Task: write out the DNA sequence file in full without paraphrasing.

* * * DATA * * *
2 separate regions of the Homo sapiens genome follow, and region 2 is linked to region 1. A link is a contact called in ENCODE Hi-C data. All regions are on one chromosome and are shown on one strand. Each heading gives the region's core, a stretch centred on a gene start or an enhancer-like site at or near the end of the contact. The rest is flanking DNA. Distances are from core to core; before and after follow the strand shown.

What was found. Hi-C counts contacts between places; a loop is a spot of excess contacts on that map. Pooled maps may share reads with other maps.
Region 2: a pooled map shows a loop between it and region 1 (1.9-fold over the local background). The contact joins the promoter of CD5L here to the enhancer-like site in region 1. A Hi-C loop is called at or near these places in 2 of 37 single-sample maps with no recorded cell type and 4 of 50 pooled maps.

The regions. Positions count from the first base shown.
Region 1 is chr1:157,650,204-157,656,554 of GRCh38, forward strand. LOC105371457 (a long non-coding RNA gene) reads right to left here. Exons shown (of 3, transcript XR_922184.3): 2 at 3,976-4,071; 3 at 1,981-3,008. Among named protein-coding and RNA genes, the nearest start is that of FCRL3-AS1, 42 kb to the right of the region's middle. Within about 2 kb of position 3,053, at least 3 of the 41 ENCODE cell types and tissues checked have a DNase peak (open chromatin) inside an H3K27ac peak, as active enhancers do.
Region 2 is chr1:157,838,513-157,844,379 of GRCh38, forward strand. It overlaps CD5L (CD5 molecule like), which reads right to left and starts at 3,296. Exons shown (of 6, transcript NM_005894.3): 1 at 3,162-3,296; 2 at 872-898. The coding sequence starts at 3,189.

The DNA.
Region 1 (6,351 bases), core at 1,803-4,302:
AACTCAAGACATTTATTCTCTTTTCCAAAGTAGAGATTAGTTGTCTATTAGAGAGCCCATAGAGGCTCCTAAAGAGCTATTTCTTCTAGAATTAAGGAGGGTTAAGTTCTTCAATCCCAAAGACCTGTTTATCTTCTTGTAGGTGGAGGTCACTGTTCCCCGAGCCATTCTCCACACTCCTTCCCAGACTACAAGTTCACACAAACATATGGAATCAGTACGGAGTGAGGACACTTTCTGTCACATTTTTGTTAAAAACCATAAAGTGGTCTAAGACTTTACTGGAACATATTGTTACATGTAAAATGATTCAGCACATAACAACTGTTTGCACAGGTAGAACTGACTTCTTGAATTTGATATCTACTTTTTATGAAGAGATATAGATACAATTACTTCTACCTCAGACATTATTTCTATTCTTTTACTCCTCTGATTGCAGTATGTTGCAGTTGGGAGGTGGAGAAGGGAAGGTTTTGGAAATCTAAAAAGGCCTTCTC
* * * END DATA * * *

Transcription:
2 separate regions of the Homo sapiens genome follow, and region 2 is linked to region 1. A link is a contact called in ENCODE Hi-C data. All regions are on one chromosome and are shown on one strand. Each heading gives the region's core, a stretch centred on a gene start or an enhancer-like site at or near the end of the contact. The rest is flanking DNA. Distances are from core to core; before and after follow the strand shown.

What was found. Hi-C counts contacts between places; a loop is a spot of excess contacts on that map. Pooled maps may share reads with other maps.
Region 2: a pooled map shows a loop between it and region 1 (1.9-fold over the local background). The contact joins the promoter of CD5L here to the enhancer-like site in region 1. A Hi-C loop is called at or near these places in 2 of 37 single-sample maps with no recorded cell type and 4 of 50 pooled maps.

The regions. Positions count from the first base shown.
Region 1 is chr1:157,650,204-157,656,554 of GRCh38, forward strand. LOC105371457 (a long non-coding RNA gene) reads right to left here. Exons shown (of 3, transcript XR_922184.3): 2 at 3,976-4,071; 3 at 1,981-3,008. Among named protein-coding and RNA genes, the nearest start is that of FCRL3-AS1, 42 kb to the right of the region's middle. Within about 2 kb of position 3,053, at least 3 of the 41 ENCODE cell types and tissues checked have a DNase peak (open chromatin) inside an H3K27ac peak, as active enhancers do.
Region 2 is chr1:157,838,513-157,844,379 of GRCh38, forward strand. It overlaps CD5L (CD5 molecule like), which reads right to left and starts at 3,296. Exons shown (of 6, transcript NM_005894.3): 1 at 3,162-3,296; 2 at 872-898. The coding sequence starts at 3,189.

The DNA.
Region 1 (6,351 bases), core at 1,803-4,302:
AACTCAAGACATTTATTCTCTTTTCCAAAGTAGAGATTAGTTGTCTATTAGAGAGCCCATAGAGGCTCCTAAAGAGCTATTTCTTCTAGAATTAAGGAGGGTTAAGTTCTTCAATCCCAAAGACCTGTTTATCTTCTTGTAGGTGGAGGTCACTGTTCCCCGAGCCATTCTCCACACTCCTTCCCAGACTACAAGTTCACACAAACATATGGAATCAGTACGGAGTGAGGACACTTTCTGTCACATTTTTGTTAAAAACCATAAAGTGGTCTAAGACTTTACTGGAACATATTGTTACATGTAAAATGATTCAGCACATAACAACTGTTTGCACAGGTAGAACTGACTTCTTGAATTTGATATCTACTTTTTATGAAGAGATATAGATACAATTACTTCTACCTCAGACATTATTTCTATTCTTTTACTCCTCTGATTGCAGTATGTTGCAGTTGGGAGGTGGAGAAGGGAAGGTTTTGGAAATCTAAAAAGGCCTTCTC